If you are running Jellyfin on a Synology NAS that supports Intel Quicksync, it is possible to add hardware acceleration. This acceleration helps boost the performance of Jellyfin as it can use special functionality contained on these chips.

Certain versions of the Synology NAS use a different chip that does not include this functionality. Before adding the following two lines, you will need to look up your model to see if it supports this functionality.

      - /dev/dri/renderD128:/dev/dri/renderD128
      - /dev/dri/card0:/dev/dri/card0

After filling out the lines, you can click the “Next” button (2.) to continue.

Write Compose file for Jellyfin on the Synology NAS

Finishing up Installing Jellyfin on Synology

14. The next screen will ask if you want to set up a web portal for your service. Since we don’t intend to use it, click the “Next” button to proceed.

Ignore web portal settings

15. All you need to do now to start Jellyfin on your Synology NAS is click the “Done” button.

Your Synology will immediately download and start up the Jellyfin container.

Start Jellyfin on the Synology NAS

16. Once Jellyfin has been installed, you should see a green circle underneath the “Status” column, as shown below.

Verify that Jellyfin is running

Accessing the Jellyfin Web Interface

17. With Jellyfin now up and running on your Synology NAS, you must access its web interface to finish setting up the media server.

To access the web interface, go to the following address in your favorite web browser. Ensure that you replace “” with the IP of your NAS.


Finish Setting up Jellyfin in its Web Interface

18. The first screen you will be greeted with allows you to select your preferred language.

After setting your language for Jellyfin, click the “Next” button to continue.

Welcome to Jellyfin on your Synology NAS

Creating an Account

19. Next, you will have the chance to create a user (1.) that you will use to log in to Jellyfin on your Synology NAS.

Jellyfin allows you to create users without a password, but we highly recommend setting one for your admin user.

After filling out your login details, click the “Next” button to proceed (2.).

Create account to use Jellyfin

Adding a Media Library

20. During the initial setup process, we highly recommend adding your media libraries now.

To begin this process, click the “Add Media Library” button.

Add media library to scan

21. The first thing you will want to do on this screen is select the type of content this library will contain (1.).

After selecting the content type, click the “Folders +” button (2.) to begin adding a folder to this library.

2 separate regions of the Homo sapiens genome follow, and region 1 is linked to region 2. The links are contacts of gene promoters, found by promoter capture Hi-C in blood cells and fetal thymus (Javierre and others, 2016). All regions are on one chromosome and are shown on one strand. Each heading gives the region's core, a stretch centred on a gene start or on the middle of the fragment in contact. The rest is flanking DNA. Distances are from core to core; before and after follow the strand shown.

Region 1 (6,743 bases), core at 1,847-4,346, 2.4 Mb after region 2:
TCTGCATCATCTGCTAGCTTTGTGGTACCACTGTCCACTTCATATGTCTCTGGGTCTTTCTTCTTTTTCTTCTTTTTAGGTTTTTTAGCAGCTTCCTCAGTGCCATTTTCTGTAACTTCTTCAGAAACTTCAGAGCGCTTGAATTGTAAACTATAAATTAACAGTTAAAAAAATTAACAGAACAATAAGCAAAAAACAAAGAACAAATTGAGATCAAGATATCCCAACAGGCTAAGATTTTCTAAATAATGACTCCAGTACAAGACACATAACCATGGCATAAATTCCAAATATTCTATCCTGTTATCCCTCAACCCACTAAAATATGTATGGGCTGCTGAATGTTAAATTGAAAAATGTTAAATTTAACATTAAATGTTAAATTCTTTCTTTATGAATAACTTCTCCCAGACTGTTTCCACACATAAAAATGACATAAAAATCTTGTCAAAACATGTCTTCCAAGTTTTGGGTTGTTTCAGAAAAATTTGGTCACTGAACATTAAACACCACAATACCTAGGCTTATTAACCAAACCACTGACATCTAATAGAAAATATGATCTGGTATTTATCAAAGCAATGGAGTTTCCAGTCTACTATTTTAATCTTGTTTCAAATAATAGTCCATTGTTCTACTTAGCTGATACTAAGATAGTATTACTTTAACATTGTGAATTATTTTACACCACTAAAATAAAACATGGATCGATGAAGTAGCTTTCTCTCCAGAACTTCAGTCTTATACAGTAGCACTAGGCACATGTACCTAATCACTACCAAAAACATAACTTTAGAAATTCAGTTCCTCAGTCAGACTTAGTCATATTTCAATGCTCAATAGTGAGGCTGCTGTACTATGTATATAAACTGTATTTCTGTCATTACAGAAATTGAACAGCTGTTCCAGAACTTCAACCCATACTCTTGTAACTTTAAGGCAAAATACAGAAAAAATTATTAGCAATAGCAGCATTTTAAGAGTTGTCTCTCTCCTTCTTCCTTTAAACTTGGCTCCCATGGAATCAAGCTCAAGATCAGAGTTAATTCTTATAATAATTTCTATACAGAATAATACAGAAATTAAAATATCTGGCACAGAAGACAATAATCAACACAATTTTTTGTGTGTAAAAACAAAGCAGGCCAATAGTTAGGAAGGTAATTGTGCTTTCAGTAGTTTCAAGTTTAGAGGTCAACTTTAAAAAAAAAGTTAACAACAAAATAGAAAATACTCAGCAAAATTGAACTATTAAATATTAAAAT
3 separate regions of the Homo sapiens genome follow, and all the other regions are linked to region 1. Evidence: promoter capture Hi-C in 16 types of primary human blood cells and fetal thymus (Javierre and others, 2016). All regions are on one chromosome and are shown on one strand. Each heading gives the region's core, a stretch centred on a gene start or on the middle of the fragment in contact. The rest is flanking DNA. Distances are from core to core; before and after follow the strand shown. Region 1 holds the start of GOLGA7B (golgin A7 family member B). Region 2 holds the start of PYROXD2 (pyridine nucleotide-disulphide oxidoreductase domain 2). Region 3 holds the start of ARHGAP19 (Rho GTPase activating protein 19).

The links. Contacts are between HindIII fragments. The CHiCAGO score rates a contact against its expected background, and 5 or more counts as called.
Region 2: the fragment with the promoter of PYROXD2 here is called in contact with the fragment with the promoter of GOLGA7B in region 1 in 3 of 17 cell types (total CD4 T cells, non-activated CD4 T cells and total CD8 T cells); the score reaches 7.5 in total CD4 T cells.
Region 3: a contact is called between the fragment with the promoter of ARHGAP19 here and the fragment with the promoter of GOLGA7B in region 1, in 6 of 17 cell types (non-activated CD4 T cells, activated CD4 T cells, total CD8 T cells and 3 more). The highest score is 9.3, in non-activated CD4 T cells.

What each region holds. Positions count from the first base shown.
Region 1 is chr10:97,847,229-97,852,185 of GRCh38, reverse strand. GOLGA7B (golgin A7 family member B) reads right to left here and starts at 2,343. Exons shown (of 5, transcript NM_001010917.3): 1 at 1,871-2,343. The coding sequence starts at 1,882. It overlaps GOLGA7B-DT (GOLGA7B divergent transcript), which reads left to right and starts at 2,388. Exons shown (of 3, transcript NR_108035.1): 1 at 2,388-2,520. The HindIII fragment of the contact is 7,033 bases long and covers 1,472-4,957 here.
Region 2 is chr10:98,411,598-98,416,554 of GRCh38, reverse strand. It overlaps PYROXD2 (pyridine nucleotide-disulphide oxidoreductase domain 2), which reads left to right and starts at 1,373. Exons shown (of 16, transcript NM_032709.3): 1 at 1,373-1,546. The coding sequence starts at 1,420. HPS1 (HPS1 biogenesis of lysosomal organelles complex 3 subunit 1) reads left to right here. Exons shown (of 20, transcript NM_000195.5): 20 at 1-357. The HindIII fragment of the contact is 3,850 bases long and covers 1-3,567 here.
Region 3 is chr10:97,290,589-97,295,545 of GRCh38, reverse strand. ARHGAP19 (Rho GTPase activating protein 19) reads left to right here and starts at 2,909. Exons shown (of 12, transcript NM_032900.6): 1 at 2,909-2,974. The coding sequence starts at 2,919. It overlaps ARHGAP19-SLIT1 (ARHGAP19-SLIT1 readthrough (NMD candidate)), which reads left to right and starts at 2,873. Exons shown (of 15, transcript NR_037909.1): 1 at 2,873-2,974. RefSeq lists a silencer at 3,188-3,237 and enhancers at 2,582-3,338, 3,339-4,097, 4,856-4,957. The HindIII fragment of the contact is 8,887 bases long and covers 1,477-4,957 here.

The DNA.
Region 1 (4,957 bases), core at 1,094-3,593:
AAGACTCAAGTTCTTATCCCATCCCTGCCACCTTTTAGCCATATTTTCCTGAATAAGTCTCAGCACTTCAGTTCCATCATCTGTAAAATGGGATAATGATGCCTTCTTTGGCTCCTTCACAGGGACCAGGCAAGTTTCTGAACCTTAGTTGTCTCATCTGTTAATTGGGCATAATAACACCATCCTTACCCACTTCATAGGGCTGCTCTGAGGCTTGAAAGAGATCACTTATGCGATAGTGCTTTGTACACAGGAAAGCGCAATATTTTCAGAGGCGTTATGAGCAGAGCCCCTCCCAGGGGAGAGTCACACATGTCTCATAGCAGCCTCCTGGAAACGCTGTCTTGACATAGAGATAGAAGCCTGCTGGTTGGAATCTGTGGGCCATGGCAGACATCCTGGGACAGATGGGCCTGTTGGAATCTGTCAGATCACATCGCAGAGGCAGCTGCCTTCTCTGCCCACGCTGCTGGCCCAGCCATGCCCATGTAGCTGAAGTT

Enter details of your media library

22. On this next screen you will want to select the “/Media/” directory and then the folder where your media type is stored (1.). For example, you might select “/Media/Movies/” if that’s where you keep your movies.

The “/Media/” directory is where we mounted your Synology NAS shared directory to the Jellyfin container earlier in this guide.

After selecting the correct storage location, click the “OK” button (2.).

Select directory for Jellyfin to scan for Media

23. Once you are happy with all your settings, click the “Ok” button.

Continue setting up Jellyfin

24. You can continue to add as many media libraries as you would like to the Jellyfin library.

Once you are done adding libraries, click the “Next” button to proceed.

Finish setting up Jellyfin libraries

Setting up Remote Access

25. This next screen will allow you to set up remote access to Jellyfin running off your Synology NAS. If you want to access your server outside your home network, you are better off setting up a service such as Tailscale.

You can keep the default settings and click the “Next” button to proceed.

Set up remote access

Setting your Metadata Language

26. The next screen allows you to control the language Jellyfin uses to fetch metadata for your media.

Set this to your country and language, and click the “Next” button to proceed.

Select metadata language

Finishing Setting up Jellyfin on the Synology NAS

27. At this point, you have successfully set up Jellyfin on your Synology NAS.

You can finalize the setup by clicking the “Finish” button.

Finish setting up Jellyfin on your Synology NAS

Logging in to Jellyfin

28. Now that you have finished setting up Jellyfin on your NAS, you will probably want to access its actual interface.

To proceed you will need to log in to your account using the details you provided during setup (1.). If you haven’t set a password, just type in your username.

After completing your details, click the “Sign In” button to proceed (2.).

Login to Jellyfin web interface

29. Below, you can see that we finally have Jellyfin up and running and can use it to start browsing and watching our media.

Jellyfin running on a Synology NAS


At this stage in the tutorial, you should now have Jellyfin up and running on your Synology NAS.

Your NAS is a great place to run a media server as it is where you would typically store all of your media files. While the Synology range might not be the best at transcoding, it is more than capable of streaming the files without it.

Please feel free to leave a comment below if you have any issues getting Jellyfin to work on your Synology.

If you found this tutorial helpful, we highly recommend checking out our other guides for the Synology NAS.

Leave a Reply

Your email address will not be published. Required fields are marked *

This site uses Akismet to reduce spam. Learn how your comment data is processed.

Server Status

Aradippou Chat Larnaca Nicosia

Chat Links

Official Links.


Alternative Mirror Links.

1. KiwiIRC 1.
2. KiwiIRC 2.

Other Web Clients.

1. IrcCloud.

Recent Posts

Related Posts:


Follow me on Mastodon

Super Club Radio

Mighty Deals


CyIRC Tweets